I had big plans for this evening: I was going to walk around and capture Zürich’s Christmas splendour on film. I planned to take pictures of the snow, the lights strung up around the old town, making it sparkle; the people drinking Glühwein, the magic in the air…but then it rained all day, washing the snow away and making everything look dreary and dim. I think that if you live in Canada, you’ve already seen plenty of rainy winter scenes this year, no? So, I still hope to bring you some pictorial European Christmas magic next week — hopefully it will snow again before they take the lights down.
We’re off to Davos on Saturday, but before I go I wanted to wish you all happy holidays, and also leave you with a brief reflection on Swiss versus North American Christmas dining preferences.
Last week, the Coopzeitung that I recently admitted to devouring weekly did a feature article on the North American Christmas meal — the obligatory turkey, or Truthahn, as it is known in German.
According to my hairdresser (one of the few Swiss people whom I interact with on a friendly conversational basis), a traditional Swiss Christmas meal typically consists of raclette served over potatoes and gherkins or fondue chinoise (thin strips of meat immersed in boiling bouillon), so the concept of a large bird as a centrepiece is a foreign one. Indeed, most standard Swiss-sized freezers and ovens cannot comfortably (or at all) accommodate turkeys of the size we’re accustomed to eating, as a friend attempting to make an American-style Thanksgiving dinner in Zürich recently discovered and chronicled on her blog.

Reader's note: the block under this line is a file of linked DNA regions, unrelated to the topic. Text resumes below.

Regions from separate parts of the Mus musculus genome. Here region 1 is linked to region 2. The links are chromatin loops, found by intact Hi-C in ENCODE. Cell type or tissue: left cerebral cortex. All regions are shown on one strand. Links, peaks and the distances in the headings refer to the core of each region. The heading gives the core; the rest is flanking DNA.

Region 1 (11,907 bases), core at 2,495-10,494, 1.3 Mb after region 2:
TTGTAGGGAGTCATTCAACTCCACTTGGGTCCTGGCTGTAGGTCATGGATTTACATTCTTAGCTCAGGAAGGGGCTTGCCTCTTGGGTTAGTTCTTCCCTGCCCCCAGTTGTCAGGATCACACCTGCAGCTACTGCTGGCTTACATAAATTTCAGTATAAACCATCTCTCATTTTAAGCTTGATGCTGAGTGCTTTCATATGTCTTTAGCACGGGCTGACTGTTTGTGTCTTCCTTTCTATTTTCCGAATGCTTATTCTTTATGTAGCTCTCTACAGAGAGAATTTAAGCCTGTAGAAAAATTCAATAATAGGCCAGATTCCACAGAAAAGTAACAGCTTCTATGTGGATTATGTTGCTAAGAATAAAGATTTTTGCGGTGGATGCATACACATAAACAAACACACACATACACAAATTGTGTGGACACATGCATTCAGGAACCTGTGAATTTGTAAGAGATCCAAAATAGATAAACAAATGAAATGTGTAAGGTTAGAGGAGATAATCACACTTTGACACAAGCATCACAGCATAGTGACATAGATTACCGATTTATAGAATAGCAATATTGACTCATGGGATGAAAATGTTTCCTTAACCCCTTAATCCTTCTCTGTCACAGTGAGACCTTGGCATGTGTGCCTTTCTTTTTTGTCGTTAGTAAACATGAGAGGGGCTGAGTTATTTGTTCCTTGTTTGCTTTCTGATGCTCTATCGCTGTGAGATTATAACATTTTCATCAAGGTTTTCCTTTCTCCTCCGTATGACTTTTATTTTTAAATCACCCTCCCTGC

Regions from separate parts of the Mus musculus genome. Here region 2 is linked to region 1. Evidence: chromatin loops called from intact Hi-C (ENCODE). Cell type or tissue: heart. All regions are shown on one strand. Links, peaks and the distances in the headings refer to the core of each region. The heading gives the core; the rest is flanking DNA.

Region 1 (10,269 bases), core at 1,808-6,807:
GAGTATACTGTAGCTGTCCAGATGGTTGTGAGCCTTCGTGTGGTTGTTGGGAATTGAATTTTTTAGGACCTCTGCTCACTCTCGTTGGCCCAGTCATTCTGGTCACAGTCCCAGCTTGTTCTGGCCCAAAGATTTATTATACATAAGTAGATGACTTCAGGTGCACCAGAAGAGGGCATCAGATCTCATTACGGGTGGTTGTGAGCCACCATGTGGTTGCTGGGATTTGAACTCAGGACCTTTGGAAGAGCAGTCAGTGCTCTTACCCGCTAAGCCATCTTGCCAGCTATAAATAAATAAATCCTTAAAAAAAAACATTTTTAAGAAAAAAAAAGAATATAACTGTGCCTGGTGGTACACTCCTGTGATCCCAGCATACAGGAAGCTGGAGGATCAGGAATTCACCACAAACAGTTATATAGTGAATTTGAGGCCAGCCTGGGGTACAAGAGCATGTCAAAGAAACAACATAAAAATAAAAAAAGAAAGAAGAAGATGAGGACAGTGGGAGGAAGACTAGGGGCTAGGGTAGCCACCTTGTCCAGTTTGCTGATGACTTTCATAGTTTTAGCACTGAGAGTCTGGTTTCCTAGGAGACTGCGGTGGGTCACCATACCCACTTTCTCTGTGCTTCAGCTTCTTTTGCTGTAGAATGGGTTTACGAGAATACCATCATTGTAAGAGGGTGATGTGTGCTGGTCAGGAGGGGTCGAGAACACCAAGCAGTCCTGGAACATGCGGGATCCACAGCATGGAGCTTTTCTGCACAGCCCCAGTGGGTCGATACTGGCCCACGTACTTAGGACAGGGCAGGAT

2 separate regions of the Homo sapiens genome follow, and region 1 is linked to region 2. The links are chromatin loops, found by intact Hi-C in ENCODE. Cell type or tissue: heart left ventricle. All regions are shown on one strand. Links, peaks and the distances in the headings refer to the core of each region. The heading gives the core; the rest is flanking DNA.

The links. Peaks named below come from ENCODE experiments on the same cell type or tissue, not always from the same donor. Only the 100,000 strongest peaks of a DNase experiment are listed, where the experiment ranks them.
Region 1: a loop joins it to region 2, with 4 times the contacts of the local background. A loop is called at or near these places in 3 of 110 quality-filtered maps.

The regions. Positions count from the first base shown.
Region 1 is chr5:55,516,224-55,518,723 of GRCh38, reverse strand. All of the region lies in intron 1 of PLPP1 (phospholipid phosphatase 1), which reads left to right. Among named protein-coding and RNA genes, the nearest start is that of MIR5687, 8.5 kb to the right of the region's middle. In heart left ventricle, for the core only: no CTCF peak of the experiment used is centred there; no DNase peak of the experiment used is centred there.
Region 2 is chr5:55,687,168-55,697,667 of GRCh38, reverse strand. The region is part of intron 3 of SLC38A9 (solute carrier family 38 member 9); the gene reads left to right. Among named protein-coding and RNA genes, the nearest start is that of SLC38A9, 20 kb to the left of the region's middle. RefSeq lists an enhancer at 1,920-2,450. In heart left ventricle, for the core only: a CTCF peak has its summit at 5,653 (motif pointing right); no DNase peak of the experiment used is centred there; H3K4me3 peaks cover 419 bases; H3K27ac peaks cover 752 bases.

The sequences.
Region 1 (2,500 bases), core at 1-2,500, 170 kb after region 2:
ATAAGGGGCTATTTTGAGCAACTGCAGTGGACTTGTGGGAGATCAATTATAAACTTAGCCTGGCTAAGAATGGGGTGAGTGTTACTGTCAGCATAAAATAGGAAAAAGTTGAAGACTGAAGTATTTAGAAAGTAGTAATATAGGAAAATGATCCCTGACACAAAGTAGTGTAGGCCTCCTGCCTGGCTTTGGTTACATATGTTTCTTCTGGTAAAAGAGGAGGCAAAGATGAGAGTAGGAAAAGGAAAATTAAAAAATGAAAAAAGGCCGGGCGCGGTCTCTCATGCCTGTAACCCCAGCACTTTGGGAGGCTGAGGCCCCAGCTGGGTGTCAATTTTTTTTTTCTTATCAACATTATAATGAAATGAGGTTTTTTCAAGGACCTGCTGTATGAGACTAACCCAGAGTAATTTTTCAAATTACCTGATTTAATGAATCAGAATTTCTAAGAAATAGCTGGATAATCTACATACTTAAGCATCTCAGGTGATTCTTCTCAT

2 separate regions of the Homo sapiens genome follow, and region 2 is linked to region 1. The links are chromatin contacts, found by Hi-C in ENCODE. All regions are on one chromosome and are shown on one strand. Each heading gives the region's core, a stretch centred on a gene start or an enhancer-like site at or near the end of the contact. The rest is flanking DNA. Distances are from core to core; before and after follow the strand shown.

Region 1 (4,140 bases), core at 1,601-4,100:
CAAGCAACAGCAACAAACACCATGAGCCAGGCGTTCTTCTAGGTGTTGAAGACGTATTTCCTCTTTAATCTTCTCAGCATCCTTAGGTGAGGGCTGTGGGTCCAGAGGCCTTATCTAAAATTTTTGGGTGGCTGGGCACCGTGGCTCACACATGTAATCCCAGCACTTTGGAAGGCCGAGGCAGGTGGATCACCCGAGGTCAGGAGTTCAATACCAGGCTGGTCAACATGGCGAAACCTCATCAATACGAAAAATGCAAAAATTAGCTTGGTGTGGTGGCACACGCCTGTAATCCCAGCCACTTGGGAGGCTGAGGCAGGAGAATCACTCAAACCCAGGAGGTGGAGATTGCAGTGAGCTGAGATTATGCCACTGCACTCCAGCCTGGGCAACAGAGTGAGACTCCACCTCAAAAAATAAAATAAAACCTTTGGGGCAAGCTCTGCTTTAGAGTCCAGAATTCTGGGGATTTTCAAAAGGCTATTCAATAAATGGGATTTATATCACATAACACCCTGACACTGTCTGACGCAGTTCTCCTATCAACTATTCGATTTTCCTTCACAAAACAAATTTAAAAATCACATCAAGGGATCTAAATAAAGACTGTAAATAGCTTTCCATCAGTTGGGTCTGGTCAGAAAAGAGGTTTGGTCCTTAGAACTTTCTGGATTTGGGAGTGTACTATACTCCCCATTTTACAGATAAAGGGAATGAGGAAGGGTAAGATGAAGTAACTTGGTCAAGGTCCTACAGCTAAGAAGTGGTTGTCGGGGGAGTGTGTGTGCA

It was fun to see the reader responses to the turkey piece come pouring in this week. They ranged from praise: “so schön!” (so nice!) to tones of dismay: “aber das ist ein riesiger Vogel!” (but that is a huge bird!) to, finally, a note of scorn as it was observed that this style of dinner is “nicht klein, aber fein.”
You see, “klein, aber fein” is a commonly-employed and much-loved German expression. I easily located an instance of its use in another part of this week’s newspaper:
It means that something is “small but nice,” and this seems to be a guiding principle of life in Switzerland (milk, for example: highly delicious, but available only in the 1-litre format. Appliances, even apartments: well-constructed, but usually not so large).
So when the North American Christmas meal is deemed “nicht klein, aber fein,” this means that from a Swiss perspective, is “not small, but nice.” And thus a little off, according to their ethos. Perhaps it strikes them as too indulgent. But as someone who has come to appreciate aspects of “klein, aber fein” principle, I have to say that I don’t consider Christmas to be the time or place for it. Maybe North American Christmas traditions are so deeply ingrained in me that I cannot see the folly in them, but I believe Christmas should be a time to splash out. To gather as many loved ones around us as we can. To eat a little irresponsibly for one day; to test the capacity of our ovens. And, finally, to enjoy that “huge bird” for days afterwards (perhaps the Swiss wouldn’t be so horrified if they understood the aim is to have leftovers, and not to consume it all in one meal?).
Anyway, I’d like to wish you — and encourage you, exhort you — to have a Christmas (or other festive winter occasion) that is nice and large — large in love, in laughter, in spirit…and in bird. And I’ll be back from the mountains next week to tell you about our experience having Christmas — er, sorry, Weihnacht — the “klein, aber fein” way.